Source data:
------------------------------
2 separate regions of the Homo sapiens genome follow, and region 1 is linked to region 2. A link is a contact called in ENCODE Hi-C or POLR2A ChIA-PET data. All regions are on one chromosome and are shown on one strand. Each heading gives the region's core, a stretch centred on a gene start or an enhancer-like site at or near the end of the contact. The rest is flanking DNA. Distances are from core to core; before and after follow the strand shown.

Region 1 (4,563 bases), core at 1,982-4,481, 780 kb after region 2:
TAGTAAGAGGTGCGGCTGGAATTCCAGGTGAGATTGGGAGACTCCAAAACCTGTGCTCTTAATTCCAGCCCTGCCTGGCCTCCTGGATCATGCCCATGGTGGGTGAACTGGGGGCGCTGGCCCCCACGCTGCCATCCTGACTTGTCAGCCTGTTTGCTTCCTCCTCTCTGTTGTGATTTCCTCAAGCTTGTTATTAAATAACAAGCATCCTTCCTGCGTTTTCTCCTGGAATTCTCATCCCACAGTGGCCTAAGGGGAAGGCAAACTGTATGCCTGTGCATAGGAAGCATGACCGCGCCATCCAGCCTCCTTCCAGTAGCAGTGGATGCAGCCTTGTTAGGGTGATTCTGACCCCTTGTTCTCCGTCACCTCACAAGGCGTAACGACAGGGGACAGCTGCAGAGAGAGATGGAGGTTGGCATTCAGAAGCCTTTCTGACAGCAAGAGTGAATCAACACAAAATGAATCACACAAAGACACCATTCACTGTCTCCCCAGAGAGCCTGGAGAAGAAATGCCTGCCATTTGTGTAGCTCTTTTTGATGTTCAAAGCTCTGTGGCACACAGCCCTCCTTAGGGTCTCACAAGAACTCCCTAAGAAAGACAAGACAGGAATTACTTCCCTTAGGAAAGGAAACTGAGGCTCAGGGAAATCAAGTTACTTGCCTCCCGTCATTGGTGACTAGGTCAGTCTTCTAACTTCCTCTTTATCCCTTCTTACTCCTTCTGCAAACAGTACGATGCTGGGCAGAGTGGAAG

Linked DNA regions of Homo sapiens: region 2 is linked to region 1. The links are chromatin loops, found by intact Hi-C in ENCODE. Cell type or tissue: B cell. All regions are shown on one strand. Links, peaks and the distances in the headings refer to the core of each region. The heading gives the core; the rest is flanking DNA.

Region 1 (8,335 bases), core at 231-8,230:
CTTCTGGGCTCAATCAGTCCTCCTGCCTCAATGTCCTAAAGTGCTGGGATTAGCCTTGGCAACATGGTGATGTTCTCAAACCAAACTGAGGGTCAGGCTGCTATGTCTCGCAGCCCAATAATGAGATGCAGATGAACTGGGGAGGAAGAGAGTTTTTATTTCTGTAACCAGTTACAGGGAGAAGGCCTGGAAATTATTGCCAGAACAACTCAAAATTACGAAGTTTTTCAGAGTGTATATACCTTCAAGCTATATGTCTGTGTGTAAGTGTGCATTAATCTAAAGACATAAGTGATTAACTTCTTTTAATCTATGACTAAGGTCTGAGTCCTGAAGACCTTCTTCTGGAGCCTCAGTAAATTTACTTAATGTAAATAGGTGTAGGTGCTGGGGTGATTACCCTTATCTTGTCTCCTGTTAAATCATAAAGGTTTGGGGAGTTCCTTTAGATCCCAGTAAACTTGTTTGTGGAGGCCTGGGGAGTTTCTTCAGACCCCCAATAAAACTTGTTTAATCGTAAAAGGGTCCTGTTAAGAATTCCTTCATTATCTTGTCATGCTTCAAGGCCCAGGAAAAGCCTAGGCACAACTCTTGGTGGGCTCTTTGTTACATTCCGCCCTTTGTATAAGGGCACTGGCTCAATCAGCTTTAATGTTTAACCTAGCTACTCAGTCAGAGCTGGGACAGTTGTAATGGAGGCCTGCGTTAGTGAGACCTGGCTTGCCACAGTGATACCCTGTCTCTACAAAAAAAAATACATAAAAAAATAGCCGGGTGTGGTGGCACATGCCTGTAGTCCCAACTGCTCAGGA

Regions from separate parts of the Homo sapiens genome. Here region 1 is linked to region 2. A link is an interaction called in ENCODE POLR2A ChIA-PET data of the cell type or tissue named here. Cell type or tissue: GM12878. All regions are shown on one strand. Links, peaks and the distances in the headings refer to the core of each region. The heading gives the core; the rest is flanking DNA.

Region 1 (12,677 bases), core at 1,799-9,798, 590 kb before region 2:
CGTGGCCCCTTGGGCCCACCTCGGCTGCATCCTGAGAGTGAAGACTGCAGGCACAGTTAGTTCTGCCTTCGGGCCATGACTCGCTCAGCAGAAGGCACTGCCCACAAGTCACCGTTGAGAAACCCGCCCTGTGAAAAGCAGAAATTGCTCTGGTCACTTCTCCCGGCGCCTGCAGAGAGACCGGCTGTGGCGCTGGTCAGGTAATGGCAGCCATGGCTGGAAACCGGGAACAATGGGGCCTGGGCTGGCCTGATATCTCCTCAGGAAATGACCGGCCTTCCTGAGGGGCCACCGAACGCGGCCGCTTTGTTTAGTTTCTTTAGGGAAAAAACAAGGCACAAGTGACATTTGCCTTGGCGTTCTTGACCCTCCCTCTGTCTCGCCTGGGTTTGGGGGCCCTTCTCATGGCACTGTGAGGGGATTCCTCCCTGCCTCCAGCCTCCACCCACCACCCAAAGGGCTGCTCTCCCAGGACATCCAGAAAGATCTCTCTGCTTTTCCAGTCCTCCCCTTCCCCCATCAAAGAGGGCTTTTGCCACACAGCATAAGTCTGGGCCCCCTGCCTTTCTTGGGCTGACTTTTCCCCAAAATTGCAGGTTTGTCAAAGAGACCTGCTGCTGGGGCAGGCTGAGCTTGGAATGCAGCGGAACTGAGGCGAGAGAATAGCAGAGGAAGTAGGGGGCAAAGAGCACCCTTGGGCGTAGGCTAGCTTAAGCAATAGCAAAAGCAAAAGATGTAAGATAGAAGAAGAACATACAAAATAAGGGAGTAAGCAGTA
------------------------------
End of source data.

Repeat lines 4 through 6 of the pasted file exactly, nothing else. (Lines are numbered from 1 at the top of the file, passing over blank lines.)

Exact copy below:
Linked DNA regions of Homo sapiens: region 2 is linked to region 1. The links are chromatin loops, found by intact Hi-C in ENCODE. Cell type or tissue: B cell. All regions are shown on one strand. Links, peaks and the distances in the headings refer to the core of each region. The heading gives the core; the rest is flanking DNA.

Region 1 (8,335 bases), core at 231-8,230:
CTTCTGGGCTCAATCAGTCCTCCTGCCTCAATGTCCTAAAGTGCTGGGATTAGCCTTGGCAACATGGTGATGTTCTCAAACCAAACTGAGGGTCAGGCTGCTATGTCTCGCAGCCCAATAATGAGATGCAGATGAACTGGGGAGGAAGAGAGTTTTTATTTCTGTAACCAGTTACAGGGAGAAGGCCTGGAAATTATTGCCAGAACAACTCAAAATTACGAAGTTTTTCAGAGTGTATATACCTTCAAGCTATATGTCTGTGTGTAAGTGTGCATTAATCTAAAGACATAAGTGATTAACTTCTTTTAATCTATGACTAAGGTCTGAGTCCTGAAGACCTTCTTCTGGAGCCTCAGTAAATTTACTTAATGTAAATAGGTGTAGGTGCTGGGGTGATTACCCTTATCTTGTCTCCTGTTAAATCATAAAGGTTTGGGGAGTTCCTTTAGATCCCAGTAAACTTGTTTGTGGAGGCCTGGGGAGTTTCTTCAGACCCCCAATAAAACTTGTTTAATCGTAAAAGGGTCCTGTTAAGAATTCCTTCATTATCTTGTCATGCTTCAAGGCCCAGGAAAAGCCTAGGCACAACTCTTGGTGGGCTCTTTGTTACATTCCGCCCTTTGTATAAGGGCACTGGCTCAATCAGCTTTAATGTTTAACCTAGCTACTCAGTCAGAGCTGGGACAGTTGTAATGGAGGCCTGCGTTAGTGAGACCTGGCTTGCCACAGTGATACCCTGTCTCTACAAAAAAAAATACATAAAAAAATAGCCGGGTGTGGTGGCACATGCCTGTAGTCCCAACTGCTCAGGA